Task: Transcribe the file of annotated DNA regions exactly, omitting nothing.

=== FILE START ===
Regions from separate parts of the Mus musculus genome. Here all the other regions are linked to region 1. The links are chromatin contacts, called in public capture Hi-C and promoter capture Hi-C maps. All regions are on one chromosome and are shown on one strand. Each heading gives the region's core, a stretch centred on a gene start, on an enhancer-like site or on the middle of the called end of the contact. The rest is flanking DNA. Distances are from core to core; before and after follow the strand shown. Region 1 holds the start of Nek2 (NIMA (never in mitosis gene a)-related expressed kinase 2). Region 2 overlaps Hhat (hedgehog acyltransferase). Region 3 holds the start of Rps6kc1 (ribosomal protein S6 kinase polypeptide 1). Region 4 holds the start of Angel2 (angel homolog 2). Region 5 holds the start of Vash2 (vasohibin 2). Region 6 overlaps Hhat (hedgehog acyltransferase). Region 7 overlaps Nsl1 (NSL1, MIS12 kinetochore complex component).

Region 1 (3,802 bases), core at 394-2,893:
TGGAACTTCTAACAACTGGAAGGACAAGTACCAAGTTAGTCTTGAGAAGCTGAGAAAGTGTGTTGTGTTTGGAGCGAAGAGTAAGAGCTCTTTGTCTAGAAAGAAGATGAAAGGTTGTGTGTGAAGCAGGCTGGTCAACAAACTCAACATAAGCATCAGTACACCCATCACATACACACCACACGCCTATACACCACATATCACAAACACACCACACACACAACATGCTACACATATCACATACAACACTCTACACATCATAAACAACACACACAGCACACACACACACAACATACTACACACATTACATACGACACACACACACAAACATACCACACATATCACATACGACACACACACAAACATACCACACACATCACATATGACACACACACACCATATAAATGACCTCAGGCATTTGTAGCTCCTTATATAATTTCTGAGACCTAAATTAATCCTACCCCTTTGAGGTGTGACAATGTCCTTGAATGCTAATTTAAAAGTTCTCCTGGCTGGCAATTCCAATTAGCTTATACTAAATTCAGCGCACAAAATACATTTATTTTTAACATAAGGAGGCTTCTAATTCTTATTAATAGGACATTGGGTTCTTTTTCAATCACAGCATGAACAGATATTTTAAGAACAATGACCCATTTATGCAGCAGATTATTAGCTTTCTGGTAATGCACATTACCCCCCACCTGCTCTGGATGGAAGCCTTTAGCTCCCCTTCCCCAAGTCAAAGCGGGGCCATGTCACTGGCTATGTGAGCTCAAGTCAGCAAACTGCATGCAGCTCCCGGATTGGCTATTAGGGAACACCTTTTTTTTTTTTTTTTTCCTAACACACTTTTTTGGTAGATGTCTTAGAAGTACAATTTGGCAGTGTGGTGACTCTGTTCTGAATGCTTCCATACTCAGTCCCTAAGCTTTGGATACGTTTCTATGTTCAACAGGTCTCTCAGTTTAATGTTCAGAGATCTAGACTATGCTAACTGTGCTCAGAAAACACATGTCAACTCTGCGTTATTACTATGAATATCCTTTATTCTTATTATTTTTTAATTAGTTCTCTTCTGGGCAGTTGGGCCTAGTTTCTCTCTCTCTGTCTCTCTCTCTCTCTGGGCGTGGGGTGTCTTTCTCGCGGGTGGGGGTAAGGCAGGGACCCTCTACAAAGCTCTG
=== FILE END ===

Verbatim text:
Regions from separate parts of the Mus musculus genome. Here all the other regions are linked to region 1. The links are chromatin contacts, called in public capture Hi-C and promoter capture Hi-C maps. All regions are on one chromosome and are shown on one strand. Each heading gives the region's core, a stretch centred on a gene start, on an enhancer-like site or on the middle of the called end of the contact. The rest is flanking DNA. Distances are from core to core; before and after follow the strand shown. Region 1 holds the start of Nek2 (NIMA (never in mitosis gene a)-related expressed kinase 2). Region 2 overlaps Hhat (hedgehog acyltransferase). Region 3 holds the start of Rps6kc1 (ribosomal protein S6 kinase polypeptide 1). Region 4 holds the start of Angel2 (angel homolog 2). Region 5 holds the start of Vash2 (vasohibin 2). Region 6 overlaps Hhat (hedgehog acyltransferase). Region 7 overlaps Nsl1 (NSL1, MIS12 kinetochore complex component).

Region 1 (3,802 bases), core at 394-2,893:
TGGAACTTCTAACAACTGGAAGGACAAGTACCAAGTTAGTCTTGAGAAGCTGAGAAAGTGTGTTGTGTTTGGAGCGAAGAGTAAGAGCTCTTTGTCTAGAAAGAAGATGAAAGGTTGTGTGTGAAGCAGGCTGGTCAACAAACTCAACATAAGCATCAGTACACCCATCACATACACACCACACGCCTATACACCACATATCACAAACACACCACACACACAACATGCTACACATATCACATACAACACTCTACACATCATAAACAACACACACAGCACACACACACACAACATACTACACACATTACATACGACACACACACACAAACATACCACACATATCACATACGACACACACACAAACATACCACACACATCACATATGACACACACACACCATATAAATGACCTCAGGCATTTGTAGCTCCTTATATAATTTCTGAGACCTAAATTAATCCTACCCCTTTGAGGTGTGACAATGTCCTTGAATGCTAATTTAAAAGTTCTCCTGGCTGGCAATTCCAATTAGCTTATACTAAATTCAGCGCACAAAATACATTTATTTTTAACATAAGGAGGCTTCTAATTCTTATTAATAGGACATTGGGTTCTTTTTCAATCACAGCATGAACAGATATTTTAAGAACAATGACCCATTTATGCAGCAGATTATTAGCTTTCTGGTAATGCACATTACCCCCCACCTGCTCTGGATGGAAGCCTTTAGCTCCCCTTCCCCAAGTCAAAGCGGGGCCATGTCACTGGCTATGTGAGCTCAAGTCAGCAAACTGCATGCAGCTCCCGGATTGGCTATTAGGGAACACCTTTTTTTTTTTTTTTTTCCTAACACACTTTTTTGGTAGATGTCTTAGAAGTACAATTTGGCAGTGTGGTGACTCTGTTCTGAATGCTTCCATACTCAGTCCCTAAGCTTTGGATACGTTTCTATGTTCAACAGGTCTCTCAGTTTAATGTTCAGAGATCTAGACTATGCTAACTGTGCTCAGAAAACACATGTCAACTCTGCGTTATTACTATGAATATCCTTTATTCTTATTATTTTTTAATTAGTTCTCTTCTGGGCAGTTGGGCCTAGTTTCTCTCTCTCTGTCTCTCTCTCTCTCTGGGCGTGGGGTGTCTTTCTCGCGGGTGGGGGTAAGGCAGGGACCCTCTACAAAGCTCTG